Thursday, July 17, 2008

Boy Toy

Boy Toy by Barry Lyga
5Q 3P Audience: S

I usually try to come up with something a little quirky or at least more interesting than "title of book" for my subject lines. But I can't do that with this book. Boy Toy is too disturbing to treat it lightly. It was a hard book to read, not because of how it was written, but because of its subject matter. At times, I almost didn't want to pick it back up again, because it was so hard to read about Josh's experiences. But it is also a compelling read. You don't finish Boy Toy, close the cover, and grab the next book on your pile. You need time to decompress afterwards.

The topic, sexual situations, and language mark Boy Toy as a book for older teens. Lyga isn't coy about his topic. Though the writing is not explicit, it is abundantly clear exactly what Eve is doing to Josh. I was uncomfortable reading certain passages, as I think most readers will be. (It should be uncomfortable to read about sexual abuse.) Boy Toy is well written, thought provoking, and deeply unsettling. It deserves its place on ALA's BBYA 2008 list and its Cybil Award. But readers should know going in that it's also a book that will evoke strong reactions.

When Josh walks into his seventh grade history class, his instant reaction is that his teacher is HOT. He fantasizes about Mrs. Sherman in all the ways a twelve-year-old boy knows how to fantasize. But he is in no way prepared for what happens next. When Mrs. Sherman asks him to be a part of a study she is doing for one of her graduate classes, he doesn't realize where she intends it to lead. He just likes the idea, since it means they'll spend a lot of time alone together. At first, they work in the classroom after school, but soon they begin to work at Miss Sherman's house. It's cool. She has an X-box, a Playstation, and every kind of video game a twelve-year-old could ever want. He gets to spend time with a beautiful woman who treats him like an adult and play otherwise forbidden video games. Paradise must be like this. In fact, Mrs. Sherman's apartment becomes their own little Garden of Eden, right down to Mrs. Sherman becoming Eve. Ever so slowly, Eve lures him ever closer to tasting the forbidden fruit. First she offers him sips of wine and then she teaches him how to kiss. And then...then she gives Josh the whole apple, and nothing is ever going to be the same for him again.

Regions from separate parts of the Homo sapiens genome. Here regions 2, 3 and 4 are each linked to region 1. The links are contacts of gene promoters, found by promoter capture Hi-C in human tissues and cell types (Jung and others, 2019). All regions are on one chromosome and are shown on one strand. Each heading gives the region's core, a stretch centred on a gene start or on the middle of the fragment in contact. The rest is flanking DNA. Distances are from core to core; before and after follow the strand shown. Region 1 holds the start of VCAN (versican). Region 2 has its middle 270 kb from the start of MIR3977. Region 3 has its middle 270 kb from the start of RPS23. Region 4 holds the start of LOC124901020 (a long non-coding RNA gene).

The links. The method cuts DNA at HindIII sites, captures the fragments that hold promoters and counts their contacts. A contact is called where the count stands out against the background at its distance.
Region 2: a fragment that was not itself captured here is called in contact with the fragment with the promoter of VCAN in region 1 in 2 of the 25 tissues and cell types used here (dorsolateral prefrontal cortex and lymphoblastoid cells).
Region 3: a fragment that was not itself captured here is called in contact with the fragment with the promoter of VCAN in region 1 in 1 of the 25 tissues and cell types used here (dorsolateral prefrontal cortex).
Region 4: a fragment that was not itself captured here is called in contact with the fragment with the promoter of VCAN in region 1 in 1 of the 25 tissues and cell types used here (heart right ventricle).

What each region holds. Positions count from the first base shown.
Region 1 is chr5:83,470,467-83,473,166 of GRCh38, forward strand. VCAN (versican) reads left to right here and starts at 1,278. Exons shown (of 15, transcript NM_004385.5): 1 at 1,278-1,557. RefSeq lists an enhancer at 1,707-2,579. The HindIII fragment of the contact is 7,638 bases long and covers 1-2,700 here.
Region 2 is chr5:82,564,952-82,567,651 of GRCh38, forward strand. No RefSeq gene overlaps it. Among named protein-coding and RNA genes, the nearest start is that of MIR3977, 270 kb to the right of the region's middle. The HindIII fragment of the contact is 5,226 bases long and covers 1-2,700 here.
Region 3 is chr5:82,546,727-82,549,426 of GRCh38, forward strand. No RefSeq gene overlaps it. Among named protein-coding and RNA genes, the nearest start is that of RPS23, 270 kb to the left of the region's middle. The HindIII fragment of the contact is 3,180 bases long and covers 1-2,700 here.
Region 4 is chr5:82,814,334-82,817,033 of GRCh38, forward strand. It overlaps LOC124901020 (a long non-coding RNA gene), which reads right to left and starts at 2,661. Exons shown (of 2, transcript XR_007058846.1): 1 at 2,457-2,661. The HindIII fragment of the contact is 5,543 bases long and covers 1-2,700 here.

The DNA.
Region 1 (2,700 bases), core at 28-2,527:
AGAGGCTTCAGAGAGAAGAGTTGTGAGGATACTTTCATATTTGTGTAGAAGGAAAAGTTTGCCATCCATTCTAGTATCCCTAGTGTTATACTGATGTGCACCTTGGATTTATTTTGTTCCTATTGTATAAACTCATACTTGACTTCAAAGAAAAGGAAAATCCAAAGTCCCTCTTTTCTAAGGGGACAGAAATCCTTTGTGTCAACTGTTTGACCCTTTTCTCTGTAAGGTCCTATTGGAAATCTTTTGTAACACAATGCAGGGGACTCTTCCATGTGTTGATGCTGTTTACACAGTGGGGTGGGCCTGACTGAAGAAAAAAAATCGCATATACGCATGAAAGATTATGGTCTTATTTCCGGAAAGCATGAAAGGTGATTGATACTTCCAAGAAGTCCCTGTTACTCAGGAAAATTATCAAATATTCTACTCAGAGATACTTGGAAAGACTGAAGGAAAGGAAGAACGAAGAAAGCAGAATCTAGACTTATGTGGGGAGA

Lyga deftly shows how this relationship affects every aspect of Josh's life. It affects his parents' marriage, his friendship with Zik (his best friend), and makes it absolutely impossible for him to have a normal relationship with girls his own age. But Lyga goes deeper than even that. Josh knows what happened to him. But nothing about it is as cut and dried for him as it seems to be for everyone else. After all, that apple was delicious. If he enjoyed eating the fruit, if he wanted to eat it, should Eve be blamed for giving it to him? Adding that question to the mix adds an even deeper layer to this book.

The only thing I'll quote from this book is a passage on forgiveness, because I thought it would be interesting to compare it to the forgiveness quote from Deb Caletti's The Fortune of Indigo Skye:
See, forgiveness doesn't happen all at once. It's not an event -- it's a process. Forgiveness happens while you're asleep, while you're dreaming, while you're inline at the coffee shop, while you're showering, eating, farting, jerking off. It happens in the back of your mind, and then one day you realize that you don't hate the person anymore, that your anger has gone away somewhere. And you understand. You've forgiven them. You don't know how or why. It sneaked up on you. It happened in the small spaces between thoughts and in the seconds between ideas and blinks. That's where forgiveness happens. Because anger and hatred, when left unfed, bleed away like air from a punctured tire, over time and days and years. Forgiveness is stealth. At least, that's what I hope.

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